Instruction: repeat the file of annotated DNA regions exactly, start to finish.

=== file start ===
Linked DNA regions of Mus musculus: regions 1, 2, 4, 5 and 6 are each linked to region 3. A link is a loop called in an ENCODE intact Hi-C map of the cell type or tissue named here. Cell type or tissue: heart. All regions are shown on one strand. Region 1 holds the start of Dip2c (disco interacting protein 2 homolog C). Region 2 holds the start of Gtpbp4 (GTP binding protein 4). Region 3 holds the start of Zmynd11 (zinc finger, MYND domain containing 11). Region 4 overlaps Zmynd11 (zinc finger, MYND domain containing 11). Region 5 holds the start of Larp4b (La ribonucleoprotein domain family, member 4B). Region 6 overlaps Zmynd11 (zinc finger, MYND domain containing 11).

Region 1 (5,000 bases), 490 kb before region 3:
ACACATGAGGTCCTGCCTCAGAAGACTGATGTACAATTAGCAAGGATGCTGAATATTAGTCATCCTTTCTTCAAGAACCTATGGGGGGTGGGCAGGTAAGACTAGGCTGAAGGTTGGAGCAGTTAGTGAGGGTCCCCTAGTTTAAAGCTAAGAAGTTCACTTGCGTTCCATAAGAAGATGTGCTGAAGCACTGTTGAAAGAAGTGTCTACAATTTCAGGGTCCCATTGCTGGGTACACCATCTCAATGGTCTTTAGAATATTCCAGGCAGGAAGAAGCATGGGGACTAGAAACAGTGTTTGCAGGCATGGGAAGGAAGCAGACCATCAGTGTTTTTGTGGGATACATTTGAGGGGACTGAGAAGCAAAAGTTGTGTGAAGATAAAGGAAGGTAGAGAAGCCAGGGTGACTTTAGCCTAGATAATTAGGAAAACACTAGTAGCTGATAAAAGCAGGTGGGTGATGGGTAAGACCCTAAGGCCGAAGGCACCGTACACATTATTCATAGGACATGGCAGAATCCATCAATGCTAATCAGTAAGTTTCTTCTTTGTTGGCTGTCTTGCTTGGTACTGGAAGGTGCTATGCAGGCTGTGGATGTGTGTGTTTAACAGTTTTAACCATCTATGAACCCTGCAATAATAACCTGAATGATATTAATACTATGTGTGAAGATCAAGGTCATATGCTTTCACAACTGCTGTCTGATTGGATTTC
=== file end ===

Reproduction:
Linked DNA regions of Mus musculus: regions 1, 2, 4, 5 and 6 are each linked to region 3. A link is a loop called in an ENCODE intact Hi-C map of the cell type or tissue named here. Cell type or tissue: heart. All regions are shown on one strand. Region 1 holds the start of Dip2c (disco interacting protein 2 homolog C). Region 2 holds the start of Gtpbp4 (GTP binding protein 4). Region 3 holds the start of Zmynd11 (zinc finger, MYND domain containing 11). Region 4 overlaps Zmynd11 (zinc finger, MYND domain containing 11). Region 5 holds the start of Larp4b (La ribonucleoprotein domain family, member 4B). Region 6 overlaps Zmynd11 (zinc finger, MYND domain containing 11).

Region 1 (5,000 bases), 490 kb before region 3:
ACACATGAGGTCCTGCCTCAGAAGACTGATGTACAATTAGCAAGGATGCTGAATATTAGTCATCCTTTCTTCAAGAACCTATGGGGGGTGGGCAGGTAAGACTAGGCTGAAGGTTGGAGCAGTTAGTGAGGGTCCCCTAGTTTAAAGCTAAGAAGTTCACTTGCGTTCCATAAGAAGATGTGCTGAAGCACTGTTGAAAGAAGTGTCTACAATTTCAGGGTCCCATTGCTGGGTACACCATCTCAATGGTCTTTAGAATATTCCAGGCAGGAAGAAGCATGGGGACTAGAAACAGTGTTTGCAGGCATGGGAAGGAAGCAGACCATCAGTGTTTTTGTGGGATACATTTGAGGGGACTGAGAAGCAAAAGTTGTGTGAAGATAAAGGAAGGTAGAGAAGCCAGGGTGACTTTAGCCTAGATAATTAGGAAAACACTAGTAGCTGATAAAAGCAGGTGGGTGATGGGTAAGACCCTAAGGCCGAAGGCACCGTACACATTATTCATAGGACATGGCAGAATCCATCAATGCTAATCAGTAAGTTTCTTCTTTGTTGGCTGTCTTGCTTGGTACTGGAAGGTGCTATGCAGGCTGTGGATGTGTGTGTTTAACAGTTTTAACCATCTATGAACCCTGCAATAATAACCTGAATGATATTAATACTATGTGTGAAGATCAAGGTCATATGCTTTCACAACTGCTGTCTGATTGGATTTC